Monday, 4 May 2009

Explain how broadcasting in a deregulated Britain offers more or less choice depending on you P.O.V

Deregulation britain has had a huge impact on the amount of "choice" we as an audience get when consuming T.V today. The two regulations the government specifically focused on were editorial and economic regulation, which is basically the content shown on channels, as well as the quantity of channels there can actually be.
It could be argued that the deregulation offers more choice, particularly for mass audiences. The intentions of the government was to create more channels, which of course means more programming for people to view. As well as this the BBC has endless accessibility and not just on T.V. BBC Radio supplies 5 major national stations, all having their own specific purposes, ranging from music, current affairs and sports. Furthermore the supply of BBC World Service means its accessible all the time, and its versatility provides plenty of choice for all audiences. It's clear that there is no shortage in quantity for audiences to choose from, and these services are accessible at any point during the day.
The increase of competition for financial success has increased the motivational drive of the broadcasters, however as their intentions are purely of commercial interest it does not necessarily mean the quality of the channels improve. It particularly impacts the niche channels, who lack the funds to compete with the wealthier channels, and therefore these are going out of business. In turn this does not please the large percentage of alternative audiences who were dedicated to these smaller channels.
I myself do believe the there has been a decrease in quality and taste in these broadcasters because of deregulation. One defining example is the Brand & Ross incident on Radio Two. The prank calls were heard by around 40,000 people, and this is not what these people should have to put up with. The Brand/Ross incident is completley irrelevant and does not interest me at all. The BBC's purpose is to be the broadcaster for the people (hence why we pay for it) and this incident is another example of how the BBC fails to be this any more. I also believe the programming itself is lacking in decency. Soaps like Eastenders, that form themselves on extremist reality situations. Themes such as paedophilia and domestic violence for a faimly viewing programme are completely uneccessary and unsuitable, and something that I personally do not find wrong. Programmes like this almost make a parody of these serious issues.
Another now useless entity is channel 5. The Broadcasting Act in 1990 was how this channel was made, and I myself fail to see its purpose. Most of it's programming consists of old films and poor over-dramatic documentaries. It's audience share percentages speak for itself, reaching only 4.6 percent in 2008. It does not supply any choice, it simply broadcasts what other channels already show, so it really has no purpose.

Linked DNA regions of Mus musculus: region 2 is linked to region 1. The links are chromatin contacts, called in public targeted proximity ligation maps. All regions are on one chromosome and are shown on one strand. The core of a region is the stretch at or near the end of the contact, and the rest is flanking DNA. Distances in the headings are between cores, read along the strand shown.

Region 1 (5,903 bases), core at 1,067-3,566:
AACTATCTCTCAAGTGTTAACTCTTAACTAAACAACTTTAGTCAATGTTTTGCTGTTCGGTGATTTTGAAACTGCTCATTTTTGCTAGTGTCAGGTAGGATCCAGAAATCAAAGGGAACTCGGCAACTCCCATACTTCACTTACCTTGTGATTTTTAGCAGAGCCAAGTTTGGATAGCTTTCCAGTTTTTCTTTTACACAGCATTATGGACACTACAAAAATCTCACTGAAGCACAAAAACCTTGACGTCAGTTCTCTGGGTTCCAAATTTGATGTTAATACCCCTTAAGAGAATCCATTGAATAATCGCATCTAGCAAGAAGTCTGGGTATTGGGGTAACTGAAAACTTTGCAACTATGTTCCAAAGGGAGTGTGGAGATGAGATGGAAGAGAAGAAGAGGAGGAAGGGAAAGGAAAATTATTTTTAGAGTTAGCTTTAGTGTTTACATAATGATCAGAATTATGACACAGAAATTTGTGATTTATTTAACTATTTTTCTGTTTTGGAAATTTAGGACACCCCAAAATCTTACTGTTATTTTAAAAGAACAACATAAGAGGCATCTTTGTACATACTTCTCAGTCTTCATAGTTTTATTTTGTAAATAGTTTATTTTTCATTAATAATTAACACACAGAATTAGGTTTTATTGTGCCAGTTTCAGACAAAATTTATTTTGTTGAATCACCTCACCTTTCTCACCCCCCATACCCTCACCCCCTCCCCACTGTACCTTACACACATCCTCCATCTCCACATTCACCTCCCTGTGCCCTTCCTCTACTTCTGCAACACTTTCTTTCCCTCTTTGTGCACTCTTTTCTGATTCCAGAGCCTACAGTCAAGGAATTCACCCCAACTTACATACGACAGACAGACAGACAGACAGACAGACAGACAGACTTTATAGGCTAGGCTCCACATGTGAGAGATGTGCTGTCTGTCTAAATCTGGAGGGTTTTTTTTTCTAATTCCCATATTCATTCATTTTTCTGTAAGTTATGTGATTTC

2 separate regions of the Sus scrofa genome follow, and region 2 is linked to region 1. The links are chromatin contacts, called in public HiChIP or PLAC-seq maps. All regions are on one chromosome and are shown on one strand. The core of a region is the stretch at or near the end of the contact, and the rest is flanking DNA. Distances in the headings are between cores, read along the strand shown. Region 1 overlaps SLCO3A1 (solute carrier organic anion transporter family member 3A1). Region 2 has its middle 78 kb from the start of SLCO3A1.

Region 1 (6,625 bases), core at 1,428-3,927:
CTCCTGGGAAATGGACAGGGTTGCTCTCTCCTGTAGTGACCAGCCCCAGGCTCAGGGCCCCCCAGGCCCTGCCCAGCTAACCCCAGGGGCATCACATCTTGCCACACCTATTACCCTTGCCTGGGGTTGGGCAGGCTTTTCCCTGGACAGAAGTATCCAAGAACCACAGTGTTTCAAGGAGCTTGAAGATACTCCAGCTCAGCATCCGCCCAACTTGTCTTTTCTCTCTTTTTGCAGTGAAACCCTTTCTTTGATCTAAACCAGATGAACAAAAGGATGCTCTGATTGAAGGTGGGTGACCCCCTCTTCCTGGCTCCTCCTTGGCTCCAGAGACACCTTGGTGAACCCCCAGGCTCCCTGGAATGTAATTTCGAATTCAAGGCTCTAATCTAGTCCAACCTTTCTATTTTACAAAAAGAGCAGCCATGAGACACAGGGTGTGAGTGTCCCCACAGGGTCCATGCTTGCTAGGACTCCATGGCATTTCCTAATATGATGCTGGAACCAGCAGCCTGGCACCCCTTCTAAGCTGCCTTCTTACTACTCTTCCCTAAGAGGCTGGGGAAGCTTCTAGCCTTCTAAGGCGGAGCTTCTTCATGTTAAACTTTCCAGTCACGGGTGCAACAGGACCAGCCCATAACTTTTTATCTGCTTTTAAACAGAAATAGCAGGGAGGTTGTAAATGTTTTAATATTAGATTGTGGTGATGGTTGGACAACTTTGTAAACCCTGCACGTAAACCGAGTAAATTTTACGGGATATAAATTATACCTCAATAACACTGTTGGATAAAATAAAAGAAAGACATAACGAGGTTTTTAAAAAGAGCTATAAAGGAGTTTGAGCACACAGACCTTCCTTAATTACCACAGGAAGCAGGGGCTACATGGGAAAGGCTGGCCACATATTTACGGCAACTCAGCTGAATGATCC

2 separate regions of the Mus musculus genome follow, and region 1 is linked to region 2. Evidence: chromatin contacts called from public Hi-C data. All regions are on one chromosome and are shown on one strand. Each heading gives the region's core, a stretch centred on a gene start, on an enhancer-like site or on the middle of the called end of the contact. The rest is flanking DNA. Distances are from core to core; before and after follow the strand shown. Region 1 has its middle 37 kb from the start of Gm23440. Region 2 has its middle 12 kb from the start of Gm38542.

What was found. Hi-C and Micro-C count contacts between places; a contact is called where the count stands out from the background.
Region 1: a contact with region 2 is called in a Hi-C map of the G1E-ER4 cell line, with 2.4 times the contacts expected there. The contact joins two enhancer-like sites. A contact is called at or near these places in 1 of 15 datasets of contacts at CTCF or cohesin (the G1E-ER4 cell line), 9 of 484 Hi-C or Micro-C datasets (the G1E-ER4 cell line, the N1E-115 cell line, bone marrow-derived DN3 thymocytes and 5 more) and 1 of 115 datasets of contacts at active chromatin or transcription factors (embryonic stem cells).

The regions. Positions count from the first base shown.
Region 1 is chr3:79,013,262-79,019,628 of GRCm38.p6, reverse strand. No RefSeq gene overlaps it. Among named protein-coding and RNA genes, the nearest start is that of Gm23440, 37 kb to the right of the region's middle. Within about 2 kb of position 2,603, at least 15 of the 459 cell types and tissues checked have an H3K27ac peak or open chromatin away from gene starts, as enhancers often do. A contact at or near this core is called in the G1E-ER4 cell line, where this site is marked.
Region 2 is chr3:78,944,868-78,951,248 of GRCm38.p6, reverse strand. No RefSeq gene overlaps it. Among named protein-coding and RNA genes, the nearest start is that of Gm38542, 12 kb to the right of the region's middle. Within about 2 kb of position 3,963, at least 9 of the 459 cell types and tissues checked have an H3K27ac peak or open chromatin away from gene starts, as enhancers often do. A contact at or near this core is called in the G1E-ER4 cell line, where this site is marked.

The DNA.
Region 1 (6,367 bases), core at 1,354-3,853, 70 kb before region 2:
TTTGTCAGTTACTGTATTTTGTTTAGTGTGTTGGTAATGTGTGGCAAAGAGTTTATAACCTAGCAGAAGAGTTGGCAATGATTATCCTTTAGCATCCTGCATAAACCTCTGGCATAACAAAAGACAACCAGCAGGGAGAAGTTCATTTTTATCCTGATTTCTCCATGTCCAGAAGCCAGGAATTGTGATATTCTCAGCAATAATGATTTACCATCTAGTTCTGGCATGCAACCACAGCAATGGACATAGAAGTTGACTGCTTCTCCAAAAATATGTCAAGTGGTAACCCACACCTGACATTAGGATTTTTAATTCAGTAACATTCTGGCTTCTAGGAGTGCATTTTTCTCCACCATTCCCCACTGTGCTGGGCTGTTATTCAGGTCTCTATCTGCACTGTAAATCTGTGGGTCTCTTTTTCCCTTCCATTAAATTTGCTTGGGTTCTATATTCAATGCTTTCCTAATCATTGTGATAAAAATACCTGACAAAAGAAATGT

Another concerning factor is the 2012 switchover, meaning all terrestrial signals shall be gone and replaced by digital signals only. This means that every owner of a T.V in the country must purchase new technology in order to receive these, and this financially is an issue for poorer people. So again there is less variety for these people when the switchover happens. The final negative impact is advertising. Although BBC do not run adverstisments they are still under pressure to compete against the other big channels, which should not be the case as this undermines what the BBC stand for. Its apparent now that BBC are more interested now in their financial gains rather than the satisfaction of its consumers, and for that reason and the stated above i do believe that a deregulated britain has created less choice for us as an audience

1 comment:

  1. Good try George, you explore some of the issues around deregulation but where you fall down somewhat is that you lack the breadth of understanding which wider reading would give you. Read everything I give you and check out the media section of the Guardian website, putting 'deregulation' or 'broadcasting act' or even just 'broadcasting', 'television', 'BBC' into the search facility and see how many articles come up!

    You also start out writing in depth but towards the end your arguments seem rushed, which is a pity as these are perhaps the more interesting arguments! Try to keep your writing formal even when expressing opinions and try not to BE too opinionated - remember your aim is to show the debate from all angles, taking different points of view into account as thoroughly as your own.

    Finally, please note: deregulation also concerned advertising, a key factor when considering funding and competition in the current broadcasting climate.